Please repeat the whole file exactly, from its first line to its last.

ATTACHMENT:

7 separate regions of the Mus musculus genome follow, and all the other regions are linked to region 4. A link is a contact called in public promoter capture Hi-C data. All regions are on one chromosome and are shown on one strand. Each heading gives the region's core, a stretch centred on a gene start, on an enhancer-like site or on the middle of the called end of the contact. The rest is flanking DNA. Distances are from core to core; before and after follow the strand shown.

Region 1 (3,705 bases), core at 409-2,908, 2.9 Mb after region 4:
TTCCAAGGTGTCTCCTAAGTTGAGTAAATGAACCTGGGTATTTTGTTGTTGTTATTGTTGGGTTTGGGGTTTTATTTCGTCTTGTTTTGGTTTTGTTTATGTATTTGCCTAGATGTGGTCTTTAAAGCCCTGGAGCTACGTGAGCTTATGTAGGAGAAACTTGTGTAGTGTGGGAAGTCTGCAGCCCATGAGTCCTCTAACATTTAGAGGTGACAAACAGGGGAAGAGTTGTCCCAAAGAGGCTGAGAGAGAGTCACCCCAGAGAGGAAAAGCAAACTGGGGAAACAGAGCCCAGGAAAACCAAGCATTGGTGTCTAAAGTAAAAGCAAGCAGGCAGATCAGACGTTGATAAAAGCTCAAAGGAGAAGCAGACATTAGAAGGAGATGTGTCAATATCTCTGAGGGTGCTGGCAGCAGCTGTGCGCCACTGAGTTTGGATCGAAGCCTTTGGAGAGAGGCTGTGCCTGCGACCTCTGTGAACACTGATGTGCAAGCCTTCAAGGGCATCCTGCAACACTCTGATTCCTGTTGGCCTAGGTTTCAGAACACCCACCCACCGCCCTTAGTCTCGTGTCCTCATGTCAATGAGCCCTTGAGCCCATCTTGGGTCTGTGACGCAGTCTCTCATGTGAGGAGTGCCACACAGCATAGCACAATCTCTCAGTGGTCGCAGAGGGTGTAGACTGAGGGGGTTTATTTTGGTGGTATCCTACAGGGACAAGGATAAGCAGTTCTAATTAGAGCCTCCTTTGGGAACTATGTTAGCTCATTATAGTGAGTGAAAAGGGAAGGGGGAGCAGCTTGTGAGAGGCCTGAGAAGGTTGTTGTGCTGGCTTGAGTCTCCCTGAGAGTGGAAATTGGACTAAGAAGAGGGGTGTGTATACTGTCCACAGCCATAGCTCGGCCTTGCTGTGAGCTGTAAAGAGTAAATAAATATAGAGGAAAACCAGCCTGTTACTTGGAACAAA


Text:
7 separate regions of the Mus musculus genome follow, and all the other regions are linked to region 4. A link is a contact called in public promoter capture Hi-C data. All regions are on one chromosome and are shown on one strand. Each heading gives the region's core, a stretch centred on a gene start, on an enhancer-like site or on the middle of the called end of the contact. The rest is flanking DNA. Distances are from core to core; before and after follow the strand shown.

Region 1 (3,705 bases), core at 409-2,908, 2.9 Mb after region 4:
TTCCAAGGTGTCTCCTAAGTTGAGTAAATGAACCTGGGTATTTTGTTGTTGTTATTGTTGGGTTTGGGGTTTTATTTCGTCTTGTTTTGGTTTTGTTTATGTATTTGCCTAGATGTGGTCTTTAAAGCCCTGGAGCTACGTGAGCTTATGTAGGAGAAACTTGTGTAGTGTGGGAAGTCTGCAGCCCATGAGTCCTCTAACATTTAGAGGTGACAAACAGGGGAAGAGTTGTCCCAAAGAGGCTGAGAGAGAGTCACCCCAGAGAGGAAAAGCAAACTGGGGAAACAGAGCCCAGGAAAACCAAGCATTGGTGTCTAAAGTAAAAGCAAGCAGGCAGATCAGACGTTGATAAAAGCTCAAAGGAGAAGCAGACATTAGAAGGAGATGTGTCAATATCTCTGAGGGTGCTGGCAGCAGCTGTGCGCCACTGAGTTTGGATCGAAGCCTTTGGAGAGAGGCTGTGCCTGCGACCTCTGTGAACACTGATGTGCAAGCCTTCAAGGGCATCCTGCAACACTCTGATTCCTGTTGGCCTAGGTTTCAGAACACCCACCCACCGCCCTTAGTCTCGTGTCCTCATGTCAATGAGCCCTTGAGCCCATCTTGGGTCTGTGACGCAGTCTCTCATGTGAGGAGTGCCACACAGCATAGCACAATCTCTCAGTGGTCGCAGAGGGTGTAGACTGAGGGGGTTTATTTTGGTGGTATCCTACAGGGACAAGGATAAGCAGTTCTAATTAGAGCCTCCTTTGGGAACTATGTTAGCTCATTATAGTGAGTGAAAAGGGAAGGGGGAGCAGCTTGTGAGAGGCCTGAGAAGGTTGTTGTGCTGGCTTGAGTCTCCCTGAGAGTGGAAATTGGACTAAGAAGAGGGGTGTGTATACTGTCCACAGCCATAGCTCGGCCTTGCTGTGAGCTGTAAAGAGTAAATAAATATAGAGGAAAACCAGCCTGTTACTTGGAACAAA